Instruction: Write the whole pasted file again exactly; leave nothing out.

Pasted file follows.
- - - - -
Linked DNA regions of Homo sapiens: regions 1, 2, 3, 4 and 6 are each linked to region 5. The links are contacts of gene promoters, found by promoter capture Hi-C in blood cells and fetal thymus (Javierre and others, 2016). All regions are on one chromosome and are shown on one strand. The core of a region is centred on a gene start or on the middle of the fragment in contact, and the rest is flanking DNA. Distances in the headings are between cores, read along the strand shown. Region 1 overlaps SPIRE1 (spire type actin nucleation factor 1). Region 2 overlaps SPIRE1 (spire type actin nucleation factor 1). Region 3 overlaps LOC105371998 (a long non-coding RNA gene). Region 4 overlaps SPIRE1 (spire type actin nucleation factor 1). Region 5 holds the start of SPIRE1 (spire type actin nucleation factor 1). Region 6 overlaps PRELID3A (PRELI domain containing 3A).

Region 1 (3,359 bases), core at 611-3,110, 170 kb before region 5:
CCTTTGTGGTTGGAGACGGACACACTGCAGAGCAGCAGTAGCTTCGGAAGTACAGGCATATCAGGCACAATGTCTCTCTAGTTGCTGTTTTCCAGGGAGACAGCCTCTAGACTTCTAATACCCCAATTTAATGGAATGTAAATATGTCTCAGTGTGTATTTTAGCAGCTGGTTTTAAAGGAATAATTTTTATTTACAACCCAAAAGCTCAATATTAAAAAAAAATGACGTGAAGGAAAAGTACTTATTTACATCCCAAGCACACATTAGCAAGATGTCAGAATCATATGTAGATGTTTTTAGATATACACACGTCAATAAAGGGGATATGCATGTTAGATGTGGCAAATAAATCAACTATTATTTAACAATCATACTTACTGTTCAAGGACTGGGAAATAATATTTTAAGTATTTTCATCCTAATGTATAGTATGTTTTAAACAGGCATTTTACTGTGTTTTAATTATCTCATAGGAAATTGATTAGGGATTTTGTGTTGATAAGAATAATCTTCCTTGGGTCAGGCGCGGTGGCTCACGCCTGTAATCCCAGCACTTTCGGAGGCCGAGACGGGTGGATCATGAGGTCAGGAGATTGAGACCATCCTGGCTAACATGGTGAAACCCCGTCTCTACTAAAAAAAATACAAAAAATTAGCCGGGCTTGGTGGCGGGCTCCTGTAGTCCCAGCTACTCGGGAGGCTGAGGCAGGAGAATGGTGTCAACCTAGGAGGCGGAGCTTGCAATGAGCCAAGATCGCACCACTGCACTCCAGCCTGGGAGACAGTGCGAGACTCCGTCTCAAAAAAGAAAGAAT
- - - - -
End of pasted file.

Linked DNA regions of Homo sapiens: regions 1, 2, 3, 4 and 6 are each linked to region 5. The links are contacts of gene promoters, found by promoter capture Hi-C in blood cells and fetal thymus (Javierre and others, 2016). All regions are on one chromosome and are shown on one strand. The core of a region is centred on a gene start or on the middle of the fragment in contact, and the rest is flanking DNA. Distances in the headings are between cores, read along the strand shown. Region 1 overlaps SPIRE1 (spire type actin nucleation factor 1). Region 2 overlaps SPIRE1 (spire type actin nucleation factor 1). Region 3 overlaps LOC105371998 (a long non-coding RNA gene). Region 4 overlaps SPIRE1 (spire type actin nucleation factor 1). Region 5 holds the start of SPIRE1 (spire type actin nucleation factor 1). Region 6 overlaps PRELID3A (PRELI domain containing 3A).

Region 1 (3,359 bases), core at 611-3,110, 170 kb before region 5:
CCTTTGTGGTTGGAGACGGACACACTGCAGAGCAGCAGTAGCTTCGGAAGTACAGGCATATCAGGCACAATGTCTCTCTAGTTGCTGTTTTCCAGGGAGACAGCCTCTAGACTTCTAATACCCCAATTTAATGGAATGTAAATATGTCTCAGTGTGTATTTTAGCAGCTGGTTTTAAAGGAATAATTTTTATTTACAACCCAAAAGCTCAATATTAAAAAAAAATGACGTGAAGGAAAAGTACTTATTTACATCCCAAGCACACATTAGCAAGATGTCAGAATCATATGTAGATGTTTTTAGATATACACACGTCAATAAAGGGGATATGCATGTTAGATGTGGCAAATAAATCAACTATTATTTAACAATCATACTTACTGTTCAAGGACTGGGAAATAATATTTTAAGTATTTTCATCCTAATGTATAGTATGTTTTAAACAGGCATTTTACTGTGTTTTAATTATCTCATAGGAAATTGATTAGGGATTTTGTGTTGATAAGAATAATCTTCCTTGGGTCAGGCGCGGTGGCTCACGCCTGTAATCCCAGCACTTTCGGAGGCCGAGACGGGTGGATCATGAGGTCAGGAGATTGAGACCATCCTGGCTAACATGGTGAAACCCCGTCTCTACTAAAAAAAATACAAAAAATTAGCCGGGCTTGGTGGCGGGCTCCTGTAGTCCCAGCTACTCGGGAGGCTGAGGCAGGAGAATGGTGTCAACCTAGGAGGCGGAGCTTGCAATGAGCCAAGATCGCACCACTGCACTCCAGCCTGGGAGACAGTGCGAGACTCCGTCTCAAAAAAGAAAGAAT